The thing that bothers me the most about it, is that it’s all so easy to fix. I can’t figure out why managers aren’t more proactive about this. Besides the human element of caring for our employees, it’s costing them money, so they should care more about fixing it. Something as simple as saying thank you to your employees can have a huge effect on their engagement, not to mention it’s good for your level of happiness.

The infographic that we put together has some pretty shocking statistics in it, but there are a few common themes. Employees feel overworked, overwhelmed, and they don’t like what they do. Companies are noticing it, with 75% of them saying they can’t attract the right talent, and 83% of them feeling that their employer brand isn’t compelling. Companies that want to fix this need to be smart, and patient. This doesn’t happen overnight, but like I mentioned, it’s easy to do. Being patient might be the hardest thing for companies, and I understand how frustrating it can be not to see results right away, but it’s important that you invest in this, because the ROI of employee engagement is huge.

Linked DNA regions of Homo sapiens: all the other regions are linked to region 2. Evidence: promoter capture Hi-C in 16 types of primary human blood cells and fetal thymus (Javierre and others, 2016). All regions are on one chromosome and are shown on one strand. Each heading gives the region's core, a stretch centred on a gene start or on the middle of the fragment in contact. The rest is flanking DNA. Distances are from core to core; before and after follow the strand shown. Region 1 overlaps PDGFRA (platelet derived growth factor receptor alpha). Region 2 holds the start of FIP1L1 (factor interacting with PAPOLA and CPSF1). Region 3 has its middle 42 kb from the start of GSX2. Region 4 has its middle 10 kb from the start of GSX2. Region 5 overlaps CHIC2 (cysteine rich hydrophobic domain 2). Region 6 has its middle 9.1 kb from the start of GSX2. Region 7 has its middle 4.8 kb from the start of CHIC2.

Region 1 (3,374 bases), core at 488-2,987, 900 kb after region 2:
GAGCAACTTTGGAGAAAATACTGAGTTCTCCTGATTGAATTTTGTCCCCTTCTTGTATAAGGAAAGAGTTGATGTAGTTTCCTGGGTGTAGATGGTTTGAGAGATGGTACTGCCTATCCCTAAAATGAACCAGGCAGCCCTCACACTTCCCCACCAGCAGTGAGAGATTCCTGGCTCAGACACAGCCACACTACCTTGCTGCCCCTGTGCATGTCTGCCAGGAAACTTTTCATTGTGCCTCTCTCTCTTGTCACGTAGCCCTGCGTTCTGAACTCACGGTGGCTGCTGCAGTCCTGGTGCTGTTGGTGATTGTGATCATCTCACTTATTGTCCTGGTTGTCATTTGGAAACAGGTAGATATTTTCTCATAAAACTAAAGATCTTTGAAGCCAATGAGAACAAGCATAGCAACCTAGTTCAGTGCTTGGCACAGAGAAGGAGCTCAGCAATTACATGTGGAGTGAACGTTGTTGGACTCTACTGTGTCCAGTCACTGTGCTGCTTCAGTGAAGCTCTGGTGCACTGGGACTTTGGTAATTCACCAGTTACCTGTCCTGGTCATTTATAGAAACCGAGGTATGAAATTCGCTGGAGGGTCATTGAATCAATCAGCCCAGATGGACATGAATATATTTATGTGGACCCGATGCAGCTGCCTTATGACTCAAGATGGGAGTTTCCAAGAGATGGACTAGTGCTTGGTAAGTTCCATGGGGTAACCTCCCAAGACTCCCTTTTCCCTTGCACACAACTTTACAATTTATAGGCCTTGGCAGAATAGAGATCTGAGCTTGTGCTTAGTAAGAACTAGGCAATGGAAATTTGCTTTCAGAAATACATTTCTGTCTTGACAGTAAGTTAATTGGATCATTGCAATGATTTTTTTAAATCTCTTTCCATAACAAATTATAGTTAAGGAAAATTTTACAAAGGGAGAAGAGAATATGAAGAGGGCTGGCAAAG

Here are 4 simple (and free) things you can do to get that passion back into employees. These are all based on research from Deloitte.

1.  Encourage side projects

Employees feel overworked and underappreciated, so as leaders, we need to stop overloading them to the point where they can’t handle the workload. Let them explore their own passions and interests, and work on side projects. Ideally, they wouldn’t have to be related to the company, but if you’re worried about them wasting time, you can set that boundary that it has to be related to the company. What this does, is give them autonomy, and let them improve on their skills (mastery), two of the biggest motivators for work.

Employees feel overworked and underappreciated, so as leaders, we need to stop overloading them to the point where they can’t handle the workload.

2.  Encourage workers to engage with customers

At Wistia, a video hosting company, they make everyone in the company do customer support during their onboarding, and they often rotate people into customer support. When I asked Chris, their CEO, why they do this, he mentioned to me that it’s so every single person in the company understands how their customers are using their product. What pains they’re having, what they like about it, it gets everyone on the same page. It keeps all employees in the loop, and can really motivate you to work when you’re talking directly with customers.